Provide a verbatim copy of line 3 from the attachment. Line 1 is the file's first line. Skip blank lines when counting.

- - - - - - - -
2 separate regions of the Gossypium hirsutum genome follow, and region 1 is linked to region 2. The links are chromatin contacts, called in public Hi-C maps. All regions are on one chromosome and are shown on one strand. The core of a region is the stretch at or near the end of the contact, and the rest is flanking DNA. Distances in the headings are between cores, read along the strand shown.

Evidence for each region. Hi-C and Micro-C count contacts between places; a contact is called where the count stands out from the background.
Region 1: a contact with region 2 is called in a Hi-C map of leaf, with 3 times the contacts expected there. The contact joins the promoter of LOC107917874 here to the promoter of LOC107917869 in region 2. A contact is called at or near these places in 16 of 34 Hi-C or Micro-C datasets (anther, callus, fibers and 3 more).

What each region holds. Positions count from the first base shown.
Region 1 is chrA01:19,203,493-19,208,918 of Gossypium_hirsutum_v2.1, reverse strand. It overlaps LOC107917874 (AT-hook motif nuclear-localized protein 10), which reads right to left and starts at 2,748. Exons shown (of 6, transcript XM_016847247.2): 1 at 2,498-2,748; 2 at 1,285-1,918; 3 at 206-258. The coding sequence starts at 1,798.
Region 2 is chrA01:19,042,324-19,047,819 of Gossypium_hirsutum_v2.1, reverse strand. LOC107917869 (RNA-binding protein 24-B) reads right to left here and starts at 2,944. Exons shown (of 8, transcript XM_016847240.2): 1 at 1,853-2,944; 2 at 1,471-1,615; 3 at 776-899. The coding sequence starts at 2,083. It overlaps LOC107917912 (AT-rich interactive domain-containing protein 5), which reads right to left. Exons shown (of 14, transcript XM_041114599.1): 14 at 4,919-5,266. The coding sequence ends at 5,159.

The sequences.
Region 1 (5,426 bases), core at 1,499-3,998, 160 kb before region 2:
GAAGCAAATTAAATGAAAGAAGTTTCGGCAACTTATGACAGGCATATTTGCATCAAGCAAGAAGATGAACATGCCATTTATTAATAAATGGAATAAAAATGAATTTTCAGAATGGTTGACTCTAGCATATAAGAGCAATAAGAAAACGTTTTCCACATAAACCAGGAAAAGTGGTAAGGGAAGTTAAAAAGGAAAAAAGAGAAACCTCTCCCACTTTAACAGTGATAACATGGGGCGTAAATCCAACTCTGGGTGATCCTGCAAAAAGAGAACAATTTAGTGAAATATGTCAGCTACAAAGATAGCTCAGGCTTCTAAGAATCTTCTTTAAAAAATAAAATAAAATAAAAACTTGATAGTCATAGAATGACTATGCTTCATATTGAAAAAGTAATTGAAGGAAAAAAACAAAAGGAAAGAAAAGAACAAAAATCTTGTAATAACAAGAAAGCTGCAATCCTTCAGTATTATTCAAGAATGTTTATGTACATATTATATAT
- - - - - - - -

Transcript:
Region 1: a contact with region 2 is called in a Hi-C map of leaf, with 3 times the contacts expected there. The contact joins the promoter of LOC107917874 here to the promoter of LOC107917869 in region 2. A contact is called at or near these places in 16 of 34 Hi-C or Micro-C datasets (anther, callus, fibers and 3 more).